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It’s fall, so slow down and watch for antlered pedestrians

A deer in the street.
Brian Bull
A deer pauses in the middle of a residential street on Spencer Butte in Eugene.

Drivers beware: fall is a heightened time for deer-vehicle collisions in Oregon and other parts of the Pacific Northwest. 

The Oregon Department of Transportation says it records more than 6,000 collisions between cars and deer every year, though that number is probably higher due to unreported cases. 

Beth Quillian is the public information officer for the Oregon Department of Fish and Wildlife. She told KLCC that October and November are very active times for deer and elk migration and breeding. 

“This puts them on the move, makes them more likely to cross roads," she said. "So you couple that with fewer daylight hours, and our rainy weather, and reduced driver visibility, that makes the likelihood of a vehicle collision peak.”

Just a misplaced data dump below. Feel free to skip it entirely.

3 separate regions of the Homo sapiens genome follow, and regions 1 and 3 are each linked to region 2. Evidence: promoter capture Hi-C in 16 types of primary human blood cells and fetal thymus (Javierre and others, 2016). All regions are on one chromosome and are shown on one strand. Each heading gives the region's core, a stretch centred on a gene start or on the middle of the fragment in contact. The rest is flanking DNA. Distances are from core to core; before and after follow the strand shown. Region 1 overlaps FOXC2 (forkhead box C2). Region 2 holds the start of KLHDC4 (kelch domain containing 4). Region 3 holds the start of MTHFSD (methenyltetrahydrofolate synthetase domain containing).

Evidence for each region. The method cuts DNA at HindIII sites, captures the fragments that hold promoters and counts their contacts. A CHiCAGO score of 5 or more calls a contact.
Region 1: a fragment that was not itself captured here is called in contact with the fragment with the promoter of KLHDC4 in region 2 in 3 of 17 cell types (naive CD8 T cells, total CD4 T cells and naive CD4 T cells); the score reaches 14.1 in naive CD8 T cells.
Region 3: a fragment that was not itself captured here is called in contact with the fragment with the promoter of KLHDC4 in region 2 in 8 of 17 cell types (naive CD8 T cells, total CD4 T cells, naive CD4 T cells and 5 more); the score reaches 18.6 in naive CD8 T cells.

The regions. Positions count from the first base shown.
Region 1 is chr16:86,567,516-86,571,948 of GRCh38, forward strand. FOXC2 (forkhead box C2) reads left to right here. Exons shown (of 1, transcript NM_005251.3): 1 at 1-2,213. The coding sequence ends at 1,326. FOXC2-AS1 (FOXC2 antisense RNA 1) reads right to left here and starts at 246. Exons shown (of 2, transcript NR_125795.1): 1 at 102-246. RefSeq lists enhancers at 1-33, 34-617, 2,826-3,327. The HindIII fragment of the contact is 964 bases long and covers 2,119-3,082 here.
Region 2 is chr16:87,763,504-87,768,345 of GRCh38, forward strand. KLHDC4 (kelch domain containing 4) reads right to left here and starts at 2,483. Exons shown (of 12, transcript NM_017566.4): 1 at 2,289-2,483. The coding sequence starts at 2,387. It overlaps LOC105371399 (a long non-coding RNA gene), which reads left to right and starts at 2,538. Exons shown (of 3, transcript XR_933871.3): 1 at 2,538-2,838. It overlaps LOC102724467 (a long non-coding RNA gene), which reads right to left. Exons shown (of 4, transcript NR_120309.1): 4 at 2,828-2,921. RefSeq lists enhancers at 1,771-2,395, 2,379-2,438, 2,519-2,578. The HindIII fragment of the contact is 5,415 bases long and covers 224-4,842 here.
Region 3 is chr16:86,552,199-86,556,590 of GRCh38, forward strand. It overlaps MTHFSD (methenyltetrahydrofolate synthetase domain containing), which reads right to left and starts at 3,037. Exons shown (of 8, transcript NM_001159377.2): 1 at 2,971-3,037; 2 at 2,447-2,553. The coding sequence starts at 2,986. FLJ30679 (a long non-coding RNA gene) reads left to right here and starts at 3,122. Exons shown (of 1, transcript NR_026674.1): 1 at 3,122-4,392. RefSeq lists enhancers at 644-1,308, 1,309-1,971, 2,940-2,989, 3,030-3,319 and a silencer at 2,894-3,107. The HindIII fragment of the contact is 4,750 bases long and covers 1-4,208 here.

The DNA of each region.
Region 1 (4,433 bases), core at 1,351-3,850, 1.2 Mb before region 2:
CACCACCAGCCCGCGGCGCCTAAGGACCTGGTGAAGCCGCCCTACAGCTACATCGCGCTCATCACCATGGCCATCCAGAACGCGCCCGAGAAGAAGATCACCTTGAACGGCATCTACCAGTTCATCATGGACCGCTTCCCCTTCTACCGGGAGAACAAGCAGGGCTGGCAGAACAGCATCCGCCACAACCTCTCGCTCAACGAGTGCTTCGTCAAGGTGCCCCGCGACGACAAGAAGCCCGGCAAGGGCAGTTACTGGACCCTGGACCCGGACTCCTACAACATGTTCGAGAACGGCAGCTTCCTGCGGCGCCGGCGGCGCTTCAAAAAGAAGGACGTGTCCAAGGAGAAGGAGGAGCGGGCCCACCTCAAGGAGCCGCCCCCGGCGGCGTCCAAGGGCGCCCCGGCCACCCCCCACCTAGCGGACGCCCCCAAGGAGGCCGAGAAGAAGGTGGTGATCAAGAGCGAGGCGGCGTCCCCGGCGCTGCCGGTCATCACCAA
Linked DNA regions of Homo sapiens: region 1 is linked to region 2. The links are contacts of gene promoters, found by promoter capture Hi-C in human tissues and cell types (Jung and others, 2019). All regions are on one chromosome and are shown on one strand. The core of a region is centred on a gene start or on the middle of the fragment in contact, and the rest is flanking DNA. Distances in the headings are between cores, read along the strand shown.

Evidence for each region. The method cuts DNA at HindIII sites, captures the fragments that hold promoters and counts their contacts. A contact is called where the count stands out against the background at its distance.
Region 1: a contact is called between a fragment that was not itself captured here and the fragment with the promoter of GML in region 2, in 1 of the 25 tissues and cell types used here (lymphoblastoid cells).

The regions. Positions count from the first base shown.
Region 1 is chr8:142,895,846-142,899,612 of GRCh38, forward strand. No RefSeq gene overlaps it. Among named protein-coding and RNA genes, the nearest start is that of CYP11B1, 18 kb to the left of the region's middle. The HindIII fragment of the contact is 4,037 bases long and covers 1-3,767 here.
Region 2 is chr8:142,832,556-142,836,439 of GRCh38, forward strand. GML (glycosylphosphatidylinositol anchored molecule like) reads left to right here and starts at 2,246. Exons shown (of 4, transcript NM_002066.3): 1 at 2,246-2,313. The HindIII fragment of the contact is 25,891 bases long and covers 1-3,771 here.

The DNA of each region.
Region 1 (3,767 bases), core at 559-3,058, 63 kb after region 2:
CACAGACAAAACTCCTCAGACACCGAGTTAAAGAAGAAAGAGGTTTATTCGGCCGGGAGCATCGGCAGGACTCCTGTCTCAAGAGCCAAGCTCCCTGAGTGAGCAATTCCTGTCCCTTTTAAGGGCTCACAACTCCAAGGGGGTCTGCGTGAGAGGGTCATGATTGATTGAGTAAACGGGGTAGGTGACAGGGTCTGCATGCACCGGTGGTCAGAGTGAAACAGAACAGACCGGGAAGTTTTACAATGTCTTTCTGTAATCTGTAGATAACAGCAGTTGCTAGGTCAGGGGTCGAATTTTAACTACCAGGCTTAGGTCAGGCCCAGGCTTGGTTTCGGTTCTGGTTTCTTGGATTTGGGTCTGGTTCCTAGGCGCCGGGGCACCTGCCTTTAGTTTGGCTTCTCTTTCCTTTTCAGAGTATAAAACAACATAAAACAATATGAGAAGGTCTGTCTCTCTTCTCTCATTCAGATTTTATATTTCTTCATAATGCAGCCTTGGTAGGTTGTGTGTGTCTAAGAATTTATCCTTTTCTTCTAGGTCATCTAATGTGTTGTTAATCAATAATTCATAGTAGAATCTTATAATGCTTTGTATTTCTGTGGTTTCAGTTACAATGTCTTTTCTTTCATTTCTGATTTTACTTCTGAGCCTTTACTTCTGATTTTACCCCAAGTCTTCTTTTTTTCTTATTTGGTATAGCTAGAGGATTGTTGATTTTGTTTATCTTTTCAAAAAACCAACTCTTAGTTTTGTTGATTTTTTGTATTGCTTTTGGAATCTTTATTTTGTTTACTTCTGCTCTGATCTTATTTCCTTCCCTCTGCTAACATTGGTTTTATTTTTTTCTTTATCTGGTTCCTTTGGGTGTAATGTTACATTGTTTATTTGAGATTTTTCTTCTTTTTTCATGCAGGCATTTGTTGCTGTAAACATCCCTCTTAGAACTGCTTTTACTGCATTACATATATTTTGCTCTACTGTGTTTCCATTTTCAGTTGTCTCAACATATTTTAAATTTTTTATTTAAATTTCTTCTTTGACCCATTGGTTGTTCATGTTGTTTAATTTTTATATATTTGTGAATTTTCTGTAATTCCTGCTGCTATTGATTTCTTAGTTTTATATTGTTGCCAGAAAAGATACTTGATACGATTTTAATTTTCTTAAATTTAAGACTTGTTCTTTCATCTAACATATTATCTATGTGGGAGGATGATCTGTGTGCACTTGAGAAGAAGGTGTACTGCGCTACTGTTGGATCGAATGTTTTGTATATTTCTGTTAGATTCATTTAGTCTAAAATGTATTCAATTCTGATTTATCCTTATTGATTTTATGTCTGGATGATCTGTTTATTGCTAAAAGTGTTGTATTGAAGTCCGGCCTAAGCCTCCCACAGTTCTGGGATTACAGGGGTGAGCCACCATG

Quillian said it’s important to be aware of wildlife on the roads, and to be prepared to slow down. Many crashes happen after someone swerves to miss a deer. 

Members of the public can salvage roadkill with a permit. In the case of an injured animal, local police or the Oregon State Police can be called. In a recent instance on Spencer Butte in Eugene, a young deer hit by a morning commuter had to be put down.

Brian Bull is an assistant professor of journalism at the University of Oregon, and remains a contributor to the KLCC news department. He began working with KLCC in June 2016.   In his 27+ years as a public media journalist, he's worked at NPR, Twin Cities Public Television, South Dakota Public Broadcasting, Wisconsin Public Radio, and ideastream in Cleveland. His reporting has netted dozens of accolades, including four national Edward R. Murrow Awards (22 regional),  the Ohio Associated Press' Best Reporter Award, Best Radio Reporter from  the Native American Journalists Association, and the PRNDI/NEFE Award for Excellence in Consumer Finance Reporting.
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